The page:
That tent hasn’t always stayed in the same place, however. In season two, the text was set up shop in Ilford, Essex, at the Valentines Mansion and Gardens (a 300-year-old private mansion). Seasons three and four placed the tent on the grounds of a working bed and breakfast called the Harptree Court in Bristol, Somerset.
Since season five, the tent had remained on the grounds of a historic private country home called Welford Park, in Newbury, Berkshire. The grounds are open to the public from Wednesday to Sunday, according to its website.
5. Do they stay at the house where the tent is located?
No. The contestants stay at a nearby hotel during the weekends and travel to the tent via minibus during competition days before returning home during the week, Quinn told Cosmopolitan. The judges and hosts are put up in a hotel, though a different one.
Staying together isn’t always fun for the contestants.
“It’s actually all quite stressful,” Quinn said. “It was like going towards an exam, and then on the way back, some people had done really well in the exam and some people hadn’t done so well and it was the next day when you know someone is going home. It was tricky trying to deal with everyone’s different emotions.”
6. Why do the bakers wear the same clothes all weekend?
This is an easy one: It’s for continuity purposes, so that viewers can easily recognize the contestants (and, in turned, the hosts and judges) back when watching. This isn’t a new concept by any means; a similar technique is applied on other competition reality shows, like Trading Spaces.
“Luckily they change the aprons so we don’t look like a Jackson Pollock painting by the end of it,” joked Quinn to Cosmopolitan. “I think layers [is the answer], but even then you still have to wear what you had on, on top. Difficult. And everyone was always like ‘Did you buy two of everything?’ and I was like ‘No, you’re spending so much money on butter and eggs…’ “
7. How long does filming take?
Typically 10-12 weeks, depending on how many contestants are brought on (season 10 saw 13 contestants, but included a double elimination).
Filming is usually relegated to only weekends, to allow the contestants to continue their work or day-to-day obligations, The Telegraph reported. The first challenge and technical challenge are both captured on a Saturday, while the “showstopper” challenge comes on a Sunday.
That’s not always the case, however. “Some weeks we’d do a Wednesday and a Thursday, so that would be a real short week,” Quinn told Cosmopolitan. “You’d get back late on the Sunday, and then we’d literally be back down there on the Tuesday night. So not a lot of time. It’s a real commitment. You’re up early and back late.”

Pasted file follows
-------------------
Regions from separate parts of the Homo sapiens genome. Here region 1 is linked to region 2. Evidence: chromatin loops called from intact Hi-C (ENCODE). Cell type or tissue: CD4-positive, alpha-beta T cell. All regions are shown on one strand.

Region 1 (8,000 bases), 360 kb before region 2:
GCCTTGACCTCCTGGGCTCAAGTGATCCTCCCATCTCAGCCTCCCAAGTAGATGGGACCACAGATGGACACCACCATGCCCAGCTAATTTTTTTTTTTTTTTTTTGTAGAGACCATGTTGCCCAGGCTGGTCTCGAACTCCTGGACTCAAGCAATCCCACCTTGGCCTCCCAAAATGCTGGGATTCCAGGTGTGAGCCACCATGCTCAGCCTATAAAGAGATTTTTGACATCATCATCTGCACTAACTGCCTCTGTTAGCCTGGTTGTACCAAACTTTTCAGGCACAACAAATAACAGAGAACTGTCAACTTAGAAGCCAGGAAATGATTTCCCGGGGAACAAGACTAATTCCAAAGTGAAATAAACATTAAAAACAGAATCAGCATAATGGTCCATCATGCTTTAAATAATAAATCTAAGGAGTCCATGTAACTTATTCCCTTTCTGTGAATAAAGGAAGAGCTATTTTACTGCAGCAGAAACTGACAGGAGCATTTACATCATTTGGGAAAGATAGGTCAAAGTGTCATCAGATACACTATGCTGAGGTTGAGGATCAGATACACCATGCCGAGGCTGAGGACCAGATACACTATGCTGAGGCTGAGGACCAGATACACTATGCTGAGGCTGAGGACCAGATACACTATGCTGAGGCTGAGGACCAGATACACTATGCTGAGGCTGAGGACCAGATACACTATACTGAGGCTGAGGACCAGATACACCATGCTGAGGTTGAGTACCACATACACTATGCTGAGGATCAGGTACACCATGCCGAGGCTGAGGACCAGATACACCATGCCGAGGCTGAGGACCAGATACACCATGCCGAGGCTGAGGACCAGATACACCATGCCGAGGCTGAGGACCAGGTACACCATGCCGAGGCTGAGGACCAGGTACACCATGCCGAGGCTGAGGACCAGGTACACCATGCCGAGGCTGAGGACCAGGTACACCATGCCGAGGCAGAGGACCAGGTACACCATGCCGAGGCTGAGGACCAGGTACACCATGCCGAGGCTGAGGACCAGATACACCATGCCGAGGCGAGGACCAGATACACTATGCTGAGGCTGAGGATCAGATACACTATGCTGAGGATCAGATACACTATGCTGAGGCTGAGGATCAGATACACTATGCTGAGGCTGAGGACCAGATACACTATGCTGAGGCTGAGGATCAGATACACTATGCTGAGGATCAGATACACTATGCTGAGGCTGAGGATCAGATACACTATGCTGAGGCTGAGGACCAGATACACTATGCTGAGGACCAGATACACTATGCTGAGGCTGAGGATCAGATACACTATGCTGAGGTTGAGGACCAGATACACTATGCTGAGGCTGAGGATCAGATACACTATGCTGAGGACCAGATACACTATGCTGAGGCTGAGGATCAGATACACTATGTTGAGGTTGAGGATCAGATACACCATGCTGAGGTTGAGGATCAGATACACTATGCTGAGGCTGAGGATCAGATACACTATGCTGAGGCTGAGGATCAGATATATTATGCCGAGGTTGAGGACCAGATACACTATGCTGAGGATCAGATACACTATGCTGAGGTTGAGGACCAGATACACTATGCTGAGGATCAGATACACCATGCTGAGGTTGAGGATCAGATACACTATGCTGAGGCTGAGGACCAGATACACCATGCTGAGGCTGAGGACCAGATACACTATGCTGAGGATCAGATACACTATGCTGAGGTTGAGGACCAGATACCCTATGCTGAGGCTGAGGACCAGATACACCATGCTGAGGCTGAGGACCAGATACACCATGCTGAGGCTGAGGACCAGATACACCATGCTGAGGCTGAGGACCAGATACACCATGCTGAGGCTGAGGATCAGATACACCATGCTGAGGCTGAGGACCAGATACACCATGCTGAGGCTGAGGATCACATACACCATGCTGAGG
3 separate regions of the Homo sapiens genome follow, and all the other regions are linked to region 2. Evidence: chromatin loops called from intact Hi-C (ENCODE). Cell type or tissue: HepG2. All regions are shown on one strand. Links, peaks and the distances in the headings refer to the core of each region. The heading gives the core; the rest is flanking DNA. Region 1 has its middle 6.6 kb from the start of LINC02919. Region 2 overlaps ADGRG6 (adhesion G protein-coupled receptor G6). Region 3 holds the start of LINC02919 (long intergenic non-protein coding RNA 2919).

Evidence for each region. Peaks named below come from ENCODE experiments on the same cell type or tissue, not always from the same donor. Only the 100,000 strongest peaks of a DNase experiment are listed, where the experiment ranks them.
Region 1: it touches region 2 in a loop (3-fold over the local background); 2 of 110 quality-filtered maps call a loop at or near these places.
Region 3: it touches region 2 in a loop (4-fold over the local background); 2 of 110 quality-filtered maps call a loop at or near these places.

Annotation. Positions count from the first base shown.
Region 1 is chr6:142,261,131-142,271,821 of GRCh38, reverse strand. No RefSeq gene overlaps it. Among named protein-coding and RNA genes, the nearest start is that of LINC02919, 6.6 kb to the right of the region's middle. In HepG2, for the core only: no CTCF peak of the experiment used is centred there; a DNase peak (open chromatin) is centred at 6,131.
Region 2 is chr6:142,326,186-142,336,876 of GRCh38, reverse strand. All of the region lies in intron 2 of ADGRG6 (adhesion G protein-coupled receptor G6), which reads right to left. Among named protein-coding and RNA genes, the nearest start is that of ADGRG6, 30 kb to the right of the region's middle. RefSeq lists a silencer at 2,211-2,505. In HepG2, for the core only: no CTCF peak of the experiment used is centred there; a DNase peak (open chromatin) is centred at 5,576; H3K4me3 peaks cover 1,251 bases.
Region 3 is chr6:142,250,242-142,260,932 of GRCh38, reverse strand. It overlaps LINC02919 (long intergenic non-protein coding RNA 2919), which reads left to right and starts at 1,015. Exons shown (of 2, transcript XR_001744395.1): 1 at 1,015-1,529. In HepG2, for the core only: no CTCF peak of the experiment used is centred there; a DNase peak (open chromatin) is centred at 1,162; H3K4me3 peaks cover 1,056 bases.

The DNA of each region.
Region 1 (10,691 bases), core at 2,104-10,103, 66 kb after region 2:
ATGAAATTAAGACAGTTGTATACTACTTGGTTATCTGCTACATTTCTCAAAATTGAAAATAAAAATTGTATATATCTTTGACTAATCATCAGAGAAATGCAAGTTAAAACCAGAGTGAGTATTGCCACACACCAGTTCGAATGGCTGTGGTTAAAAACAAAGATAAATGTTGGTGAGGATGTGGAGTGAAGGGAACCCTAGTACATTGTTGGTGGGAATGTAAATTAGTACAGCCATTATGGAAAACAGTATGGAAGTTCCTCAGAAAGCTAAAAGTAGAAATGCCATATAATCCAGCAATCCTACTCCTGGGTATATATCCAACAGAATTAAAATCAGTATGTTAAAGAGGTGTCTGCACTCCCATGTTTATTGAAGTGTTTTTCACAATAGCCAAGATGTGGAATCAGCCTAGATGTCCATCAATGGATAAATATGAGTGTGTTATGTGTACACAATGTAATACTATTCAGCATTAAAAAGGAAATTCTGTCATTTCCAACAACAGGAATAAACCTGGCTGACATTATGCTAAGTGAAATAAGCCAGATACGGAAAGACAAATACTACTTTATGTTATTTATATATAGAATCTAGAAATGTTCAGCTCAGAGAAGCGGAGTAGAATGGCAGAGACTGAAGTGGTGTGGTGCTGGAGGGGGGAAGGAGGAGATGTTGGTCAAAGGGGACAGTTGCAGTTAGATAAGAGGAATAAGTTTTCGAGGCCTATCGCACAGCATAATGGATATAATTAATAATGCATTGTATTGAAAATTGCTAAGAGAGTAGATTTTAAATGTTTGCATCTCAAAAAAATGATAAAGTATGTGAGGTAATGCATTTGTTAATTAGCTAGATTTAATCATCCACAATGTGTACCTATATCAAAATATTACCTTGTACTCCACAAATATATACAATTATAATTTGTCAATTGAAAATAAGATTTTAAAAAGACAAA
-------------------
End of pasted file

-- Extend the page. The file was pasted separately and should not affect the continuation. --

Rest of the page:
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8. Are they filming that entire time?
According to 2013 contestant Ali Imdad, filming takes upwards of 16 hours a day — with most of that time focused on getting ” ‘beauty shots’ of the cakes, the contestants or the judges,” Birmingham Live reported.
“You haven’t really got a life other than Bake Off. No social life,” Quinn told Cosmopolitan. “That was the most stressful time. We had to get a train down on the Friday and we’d have a wake up call at 5 a.m., we’d be in the tent at 7 a.m.. We’d wrap filming at about 8 p. m. and then it would be the same again the next day. I’d get back at about midnight on the Sunday. It’s not just a 2 hour bake with a few buttercups.”
Nearly 50 people are working behind the scenes, capturing every second of the bake, Mental Floss UK reported. Every time a contestant puts something in or takes something out of the oven, once of the six camera crews working on the floor has to capture it.
“That’s the golden rule,” Imdad said. “Every time you wanted to put something in or take something out, you had to hail a producer who would make sure you were being filmed.”
Contestants are also interviewed throughout their entire bake, Quinn also said. “They just have to get so much footage for an hour show,” she explained. “You’re being interviewed about eight times a day, just so they’ve got every type of answer and every type of question has been asked. They don’t want to miss a thing.”
Also adding to the overall production time? Mistakes. “If someone fluffs a line during the judging, they will do retakes,” Imdad said to Birmingham Live. “Or if you said something and they didn’t quite catch it, they will ask you to say it again.”